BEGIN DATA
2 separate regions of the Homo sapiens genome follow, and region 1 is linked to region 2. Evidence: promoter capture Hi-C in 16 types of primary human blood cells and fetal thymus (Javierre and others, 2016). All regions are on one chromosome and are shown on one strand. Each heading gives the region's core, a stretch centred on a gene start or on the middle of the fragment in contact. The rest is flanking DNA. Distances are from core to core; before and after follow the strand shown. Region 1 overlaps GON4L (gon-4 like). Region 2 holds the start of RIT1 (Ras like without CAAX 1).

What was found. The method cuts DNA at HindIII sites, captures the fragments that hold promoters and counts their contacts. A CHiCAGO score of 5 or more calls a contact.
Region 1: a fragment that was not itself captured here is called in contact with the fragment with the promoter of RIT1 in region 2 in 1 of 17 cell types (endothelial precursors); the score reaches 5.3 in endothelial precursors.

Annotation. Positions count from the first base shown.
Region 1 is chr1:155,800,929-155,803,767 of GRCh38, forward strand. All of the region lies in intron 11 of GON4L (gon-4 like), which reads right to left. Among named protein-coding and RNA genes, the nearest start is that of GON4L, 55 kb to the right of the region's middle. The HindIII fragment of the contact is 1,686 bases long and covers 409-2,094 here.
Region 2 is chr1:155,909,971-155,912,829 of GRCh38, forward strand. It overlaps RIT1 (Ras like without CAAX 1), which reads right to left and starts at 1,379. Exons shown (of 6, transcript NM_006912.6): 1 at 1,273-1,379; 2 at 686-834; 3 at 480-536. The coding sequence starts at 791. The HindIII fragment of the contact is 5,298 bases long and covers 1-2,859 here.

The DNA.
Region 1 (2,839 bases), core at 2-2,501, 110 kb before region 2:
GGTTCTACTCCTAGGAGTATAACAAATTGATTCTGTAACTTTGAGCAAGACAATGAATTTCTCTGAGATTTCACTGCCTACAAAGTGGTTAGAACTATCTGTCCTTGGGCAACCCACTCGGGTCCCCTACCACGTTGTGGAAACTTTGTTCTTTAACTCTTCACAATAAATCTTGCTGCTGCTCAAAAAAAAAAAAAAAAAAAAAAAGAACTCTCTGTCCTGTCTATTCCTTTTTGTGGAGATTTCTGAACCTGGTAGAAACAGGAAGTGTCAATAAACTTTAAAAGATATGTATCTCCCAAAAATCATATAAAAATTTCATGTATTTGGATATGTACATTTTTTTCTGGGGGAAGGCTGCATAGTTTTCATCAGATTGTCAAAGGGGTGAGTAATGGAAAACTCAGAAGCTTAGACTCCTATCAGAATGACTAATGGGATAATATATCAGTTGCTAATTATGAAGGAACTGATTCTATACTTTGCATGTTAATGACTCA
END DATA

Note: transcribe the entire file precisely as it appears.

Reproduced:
2 separate regions of the Homo sapiens genome follow, and region 1 is linked to region 2. Evidence: promoter capture Hi-C in 16 types of primary human blood cells and fetal thymus (Javierre and others, 2016). All regions are on one chromosome and are shown on one strand. Each heading gives the region's core, a stretch centred on a gene start or on the middle of the fragment in contact. The rest is flanking DNA. Distances are from core to core; before and after follow the strand shown. Region 1 overlaps GON4L (gon-4 like). Region 2 holds the start of RIT1 (Ras like without CAAX 1).

What was found. The method cuts DNA at HindIII sites, captures the fragments that hold promoters and counts their contacts. A CHiCAGO score of 5 or more calls a contact.
Region 1: a fragment that was not itself captured here is called in contact with the fragment with the promoter of RIT1 in region 2 in 1 of 17 cell types (endothelial precursors); the score reaches 5.3 in endothelial precursors.

Annotation. Positions count from the first base shown.
Region 1 is chr1:155,800,929-155,803,767 of GRCh38, forward strand. All of the region lies in intron 11 of GON4L (gon-4 like), which reads right to left. Among named protein-coding and RNA genes, the nearest start is that of GON4L, 55 kb to the right of the region's middle. The HindIII fragment of the contact is 1,686 bases long and covers 409-2,094 here.
Region 2 is chr1:155,909,971-155,912,829 of GRCh38, forward strand. It overlaps RIT1 (Ras like without CAAX 1), which reads right to left and starts at 1,379. Exons shown (of 6, transcript NM_006912.6): 1 at 1,273-1,379; 2 at 686-834; 3 at 480-536. The coding sequence starts at 791. The HindIII fragment of the contact is 5,298 bases long and covers 1-2,859 here.

The DNA.
Region 1 (2,839 bases), core at 2-2,501, 110 kb before region 2:
GGTTCTACTCCTAGGAGTATAACAAATTGATTCTGTAACTTTGAGCAAGACAATGAATTTCTCTGAGATTTCACTGCCTACAAAGTGGTTAGAACTATCTGTCCTTGGGCAACCCACTCGGGTCCCCTACCACGTTGTGGAAACTTTGTTCTTTAACTCTTCACAATAAATCTTGCTGCTGCTCAAAAAAAAAAAAAAAAAAAAAAAGAACTCTCTGTCCTGTCTATTCCTTTTTGTGGAGATTTCTGAACCTGGTAGAAACAGGAAGTGTCAATAAACTTTAAAAGATATGTATCTCCCAAAAATCATATAAAAATTTCATGTATTTGGATATGTACATTTTTTTCTGGGGGAAGGCTGCATAGTTTTCATCAGATTGTCAAAGGGGTGAGTAATGGAAAACTCAGAAGCTTAGACTCCTATCAGAATGACTAATGGGATAATATATCAGTTGCTAATTATGAAGGAACTGATTCTATACTTTGCATGTTAATGACTCA